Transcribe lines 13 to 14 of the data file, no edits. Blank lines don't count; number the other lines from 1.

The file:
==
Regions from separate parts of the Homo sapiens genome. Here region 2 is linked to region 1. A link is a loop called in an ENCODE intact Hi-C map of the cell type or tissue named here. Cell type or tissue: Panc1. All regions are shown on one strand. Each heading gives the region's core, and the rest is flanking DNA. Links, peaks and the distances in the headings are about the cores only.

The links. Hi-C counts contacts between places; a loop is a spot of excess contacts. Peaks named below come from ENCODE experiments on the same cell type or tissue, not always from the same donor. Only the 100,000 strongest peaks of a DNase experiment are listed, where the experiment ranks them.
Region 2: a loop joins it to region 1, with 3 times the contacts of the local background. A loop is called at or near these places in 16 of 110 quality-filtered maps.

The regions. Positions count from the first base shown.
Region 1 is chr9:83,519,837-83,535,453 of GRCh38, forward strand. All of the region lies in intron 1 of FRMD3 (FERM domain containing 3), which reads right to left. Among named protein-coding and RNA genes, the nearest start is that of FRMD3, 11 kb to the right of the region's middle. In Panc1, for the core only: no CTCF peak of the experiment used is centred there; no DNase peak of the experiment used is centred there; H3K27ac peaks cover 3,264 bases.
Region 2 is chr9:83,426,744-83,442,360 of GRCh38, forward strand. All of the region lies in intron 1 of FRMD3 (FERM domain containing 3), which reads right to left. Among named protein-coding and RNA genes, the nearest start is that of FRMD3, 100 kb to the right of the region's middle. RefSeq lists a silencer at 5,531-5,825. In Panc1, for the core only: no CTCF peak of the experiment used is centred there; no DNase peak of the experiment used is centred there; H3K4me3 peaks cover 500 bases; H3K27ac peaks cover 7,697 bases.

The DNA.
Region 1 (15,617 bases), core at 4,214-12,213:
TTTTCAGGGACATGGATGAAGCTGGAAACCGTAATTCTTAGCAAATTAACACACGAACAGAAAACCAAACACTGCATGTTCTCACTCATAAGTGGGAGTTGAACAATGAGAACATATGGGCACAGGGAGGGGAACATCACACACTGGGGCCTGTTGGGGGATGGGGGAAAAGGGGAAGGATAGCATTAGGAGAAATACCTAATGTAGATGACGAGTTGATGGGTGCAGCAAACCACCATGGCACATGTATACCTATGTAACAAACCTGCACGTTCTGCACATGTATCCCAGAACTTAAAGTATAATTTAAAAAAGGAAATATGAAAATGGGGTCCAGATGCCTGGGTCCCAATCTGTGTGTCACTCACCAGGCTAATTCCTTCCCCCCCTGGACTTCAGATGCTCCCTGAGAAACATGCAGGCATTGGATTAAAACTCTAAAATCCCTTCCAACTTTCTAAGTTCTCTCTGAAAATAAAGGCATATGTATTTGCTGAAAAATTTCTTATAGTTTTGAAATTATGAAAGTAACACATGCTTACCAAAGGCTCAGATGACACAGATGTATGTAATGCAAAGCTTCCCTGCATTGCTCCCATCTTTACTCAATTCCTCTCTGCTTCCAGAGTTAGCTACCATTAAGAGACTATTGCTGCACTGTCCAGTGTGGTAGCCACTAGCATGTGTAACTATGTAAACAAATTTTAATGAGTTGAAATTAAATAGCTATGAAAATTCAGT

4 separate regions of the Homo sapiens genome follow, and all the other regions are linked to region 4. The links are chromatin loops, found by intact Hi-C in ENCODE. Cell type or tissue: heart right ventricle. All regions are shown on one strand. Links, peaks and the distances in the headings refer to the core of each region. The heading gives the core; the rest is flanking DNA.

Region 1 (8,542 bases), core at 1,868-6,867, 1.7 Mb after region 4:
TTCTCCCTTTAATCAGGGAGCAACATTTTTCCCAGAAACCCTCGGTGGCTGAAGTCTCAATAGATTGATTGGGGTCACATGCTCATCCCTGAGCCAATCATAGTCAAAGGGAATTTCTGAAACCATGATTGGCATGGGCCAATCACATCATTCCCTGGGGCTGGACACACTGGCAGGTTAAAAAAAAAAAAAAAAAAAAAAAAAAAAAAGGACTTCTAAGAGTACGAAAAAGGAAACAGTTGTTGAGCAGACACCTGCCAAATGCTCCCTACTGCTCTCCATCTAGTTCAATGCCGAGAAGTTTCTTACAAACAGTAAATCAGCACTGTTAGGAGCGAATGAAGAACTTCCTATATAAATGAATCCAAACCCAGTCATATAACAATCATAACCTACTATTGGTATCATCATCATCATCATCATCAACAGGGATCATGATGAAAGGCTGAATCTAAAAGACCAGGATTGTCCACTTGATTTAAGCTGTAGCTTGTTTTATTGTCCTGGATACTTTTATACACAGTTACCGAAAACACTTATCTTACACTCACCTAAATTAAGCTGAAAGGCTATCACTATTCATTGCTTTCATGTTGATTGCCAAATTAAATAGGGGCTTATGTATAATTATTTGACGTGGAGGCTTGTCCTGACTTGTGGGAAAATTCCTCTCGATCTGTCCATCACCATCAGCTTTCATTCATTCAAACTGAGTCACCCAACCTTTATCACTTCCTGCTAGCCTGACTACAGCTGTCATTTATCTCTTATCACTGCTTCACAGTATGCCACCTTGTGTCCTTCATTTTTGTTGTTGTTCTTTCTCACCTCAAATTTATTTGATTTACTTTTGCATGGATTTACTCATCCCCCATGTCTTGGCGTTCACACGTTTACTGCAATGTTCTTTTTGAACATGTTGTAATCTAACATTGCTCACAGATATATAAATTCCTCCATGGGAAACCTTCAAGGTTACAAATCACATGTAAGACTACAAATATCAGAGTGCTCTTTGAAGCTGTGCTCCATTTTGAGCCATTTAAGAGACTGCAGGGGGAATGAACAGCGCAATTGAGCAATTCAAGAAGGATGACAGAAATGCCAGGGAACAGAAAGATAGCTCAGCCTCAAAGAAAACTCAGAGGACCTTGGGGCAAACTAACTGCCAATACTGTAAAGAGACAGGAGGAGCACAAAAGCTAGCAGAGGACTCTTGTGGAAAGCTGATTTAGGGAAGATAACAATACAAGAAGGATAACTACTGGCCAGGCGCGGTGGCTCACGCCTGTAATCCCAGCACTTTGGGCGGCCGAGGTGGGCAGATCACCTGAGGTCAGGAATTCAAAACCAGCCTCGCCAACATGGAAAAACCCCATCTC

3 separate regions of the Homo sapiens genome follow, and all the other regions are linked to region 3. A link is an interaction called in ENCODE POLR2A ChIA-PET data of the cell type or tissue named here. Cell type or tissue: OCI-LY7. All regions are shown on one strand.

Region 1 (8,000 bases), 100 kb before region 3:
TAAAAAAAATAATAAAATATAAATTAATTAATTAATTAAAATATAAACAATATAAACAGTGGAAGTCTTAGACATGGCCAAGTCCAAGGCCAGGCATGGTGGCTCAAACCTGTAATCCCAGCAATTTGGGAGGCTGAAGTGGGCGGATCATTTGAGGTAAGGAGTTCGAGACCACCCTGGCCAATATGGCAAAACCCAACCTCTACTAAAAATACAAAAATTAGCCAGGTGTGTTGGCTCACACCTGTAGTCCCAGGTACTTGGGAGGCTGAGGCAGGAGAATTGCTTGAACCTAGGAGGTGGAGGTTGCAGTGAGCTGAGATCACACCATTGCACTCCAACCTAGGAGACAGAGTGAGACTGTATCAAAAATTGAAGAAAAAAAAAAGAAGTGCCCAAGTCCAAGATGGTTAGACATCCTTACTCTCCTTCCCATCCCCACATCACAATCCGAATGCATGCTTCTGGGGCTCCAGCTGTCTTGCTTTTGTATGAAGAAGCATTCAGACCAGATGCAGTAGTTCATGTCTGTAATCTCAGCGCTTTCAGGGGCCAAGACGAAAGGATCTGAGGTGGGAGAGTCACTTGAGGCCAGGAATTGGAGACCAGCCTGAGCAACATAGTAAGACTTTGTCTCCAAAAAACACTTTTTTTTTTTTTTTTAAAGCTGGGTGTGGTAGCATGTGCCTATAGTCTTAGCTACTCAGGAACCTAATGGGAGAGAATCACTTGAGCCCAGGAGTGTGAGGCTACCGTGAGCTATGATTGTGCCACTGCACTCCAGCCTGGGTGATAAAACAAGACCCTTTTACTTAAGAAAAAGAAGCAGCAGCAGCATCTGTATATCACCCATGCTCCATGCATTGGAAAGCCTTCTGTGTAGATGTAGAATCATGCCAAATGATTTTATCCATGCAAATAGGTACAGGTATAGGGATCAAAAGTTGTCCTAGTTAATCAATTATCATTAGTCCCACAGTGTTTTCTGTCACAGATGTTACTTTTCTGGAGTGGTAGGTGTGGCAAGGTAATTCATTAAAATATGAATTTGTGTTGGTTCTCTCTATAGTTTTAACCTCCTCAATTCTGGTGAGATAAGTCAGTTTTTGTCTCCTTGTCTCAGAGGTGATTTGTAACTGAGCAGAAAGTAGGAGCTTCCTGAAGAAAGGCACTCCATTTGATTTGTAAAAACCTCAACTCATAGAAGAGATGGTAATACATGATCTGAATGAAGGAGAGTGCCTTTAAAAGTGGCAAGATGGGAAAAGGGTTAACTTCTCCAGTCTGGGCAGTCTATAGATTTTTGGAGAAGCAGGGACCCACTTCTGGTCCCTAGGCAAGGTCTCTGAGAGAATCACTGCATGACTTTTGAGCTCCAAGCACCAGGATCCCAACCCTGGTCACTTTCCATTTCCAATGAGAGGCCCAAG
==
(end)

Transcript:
3 separate regions of the Homo sapiens genome follow, and all the other regions are linked to region 3. A link is an interaction called in ENCODE POLR2A ChIA-PET data of the cell type or tissue named here. Cell type or tissue: OCI-LY7. All regions are shown on one strand.

Region 1 (8,000 bases), 100 kb before region 3: